Feeds

Fortune 1000 in Cisco California rush

Sachs survey shines on Cisco

3 Big data security analytics techniques

Are the big companies that Cisco Systems is targeting ready to seriously consider the networking giant as a server provider for their data centers? Apparently so, if you believe the results of a recent survey of Fortune 1000 customers done by investment bank Goldman Sachs.

As part of its launch of the C-Series rack-mounted x64 servers last week - and its plans to build out its sales channel to cover server infrastructure - Padmasree Warrior, Cisco's chief technology officer, picked some juicy statistics that were plucked from Goldman Sachs' 46th IT survey, which polled a hundred IT executives at Fortune 1000 companies to get their views on various technology issues.

Because of banking regulations, you have to go through a process to get a copy of a such a report or even talk to Goldman Sachs employees, and after we jumped through a few hoops, Simona Jankowski, the analyst who put together the GS IT Survey report was able to send it to El Reg for a look-see. One of the key things Jankowski wanted to figure out in the survey is what Fortune 1000 shops were thinking about Cisco's "California" Unified Computing System, which was launched in March and which begins shipping at the end of June.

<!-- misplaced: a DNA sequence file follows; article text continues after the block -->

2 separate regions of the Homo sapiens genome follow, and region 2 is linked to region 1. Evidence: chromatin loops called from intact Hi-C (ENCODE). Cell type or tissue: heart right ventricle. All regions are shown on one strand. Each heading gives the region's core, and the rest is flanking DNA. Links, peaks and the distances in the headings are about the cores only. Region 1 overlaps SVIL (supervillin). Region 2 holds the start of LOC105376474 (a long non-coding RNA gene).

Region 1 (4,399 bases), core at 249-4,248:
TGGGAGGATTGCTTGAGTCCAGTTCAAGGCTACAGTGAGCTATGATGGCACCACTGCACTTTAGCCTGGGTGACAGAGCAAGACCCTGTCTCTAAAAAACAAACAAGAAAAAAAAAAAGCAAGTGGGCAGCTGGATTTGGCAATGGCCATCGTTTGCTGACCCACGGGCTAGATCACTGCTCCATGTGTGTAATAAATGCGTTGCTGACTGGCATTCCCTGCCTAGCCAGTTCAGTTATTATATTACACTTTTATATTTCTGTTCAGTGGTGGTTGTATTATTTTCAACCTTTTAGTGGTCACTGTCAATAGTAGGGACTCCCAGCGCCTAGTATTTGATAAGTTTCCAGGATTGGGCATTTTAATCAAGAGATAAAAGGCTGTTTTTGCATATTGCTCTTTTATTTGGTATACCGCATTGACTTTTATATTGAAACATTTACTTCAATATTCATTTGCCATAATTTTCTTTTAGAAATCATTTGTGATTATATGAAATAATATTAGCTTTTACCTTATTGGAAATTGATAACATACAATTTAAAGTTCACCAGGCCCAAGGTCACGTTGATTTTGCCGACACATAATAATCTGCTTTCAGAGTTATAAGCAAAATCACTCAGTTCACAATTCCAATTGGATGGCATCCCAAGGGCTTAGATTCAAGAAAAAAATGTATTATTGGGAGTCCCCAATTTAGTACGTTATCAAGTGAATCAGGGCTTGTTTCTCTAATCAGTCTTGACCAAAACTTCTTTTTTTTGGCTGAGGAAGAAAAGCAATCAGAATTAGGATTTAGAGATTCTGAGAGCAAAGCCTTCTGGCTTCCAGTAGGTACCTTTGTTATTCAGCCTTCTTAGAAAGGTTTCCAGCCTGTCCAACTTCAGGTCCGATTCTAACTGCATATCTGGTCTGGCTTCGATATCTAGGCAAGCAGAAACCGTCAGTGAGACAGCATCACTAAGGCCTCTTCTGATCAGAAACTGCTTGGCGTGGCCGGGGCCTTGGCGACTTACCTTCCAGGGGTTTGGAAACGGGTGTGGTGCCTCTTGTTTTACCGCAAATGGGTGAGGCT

According to the survey results, almost two-thirds of the IT execs polled said they expected Cisco's servers to gain market share in the data center over the next two to three years. (Of course, considering that Cisco currently has no market share in the server racket today, by definition it would have to gain share.. But you know what Goldman Sachs was trying to ask, which was: Over the next two to three years, will Cisco have a piece of your server budget?)

In that same survey, Hewlett-Packard and Dell were also seen as gaining share, while Sun Microsystems and IBM were predicted as losing share. Jankowski and her colleagues working on the survey report attribute this mainly to a shift towards x64 platforms and away from Unix boxes, and the IBM shift would be due to its relative weakness in blades and ongoing declines in Unix in the coming years. (IBM might have dominant share in Unix, and Unix might be holding up better than x64 servers in recent quarters, but long term, everyone on planet earth would predict that the best that proprietary and Unix platforms could do is just hold revenues more or less steady).

Significantly, of the companies polled by Goldman Sachs, 2 per cent said they are evaluating the UCS boxes right now and another 16 per cent said they would be evaluating it within the next twelve months. Given this, Goldman Sachs is predicting that Cisco will gain about 1 per cent share in the server racket in 2010. It is hard to say how much revenue that might be, but the market will probably be somewhere around $45bn this year, and maybe $47bn in 2010, unless the virtualization crunch really kicks in.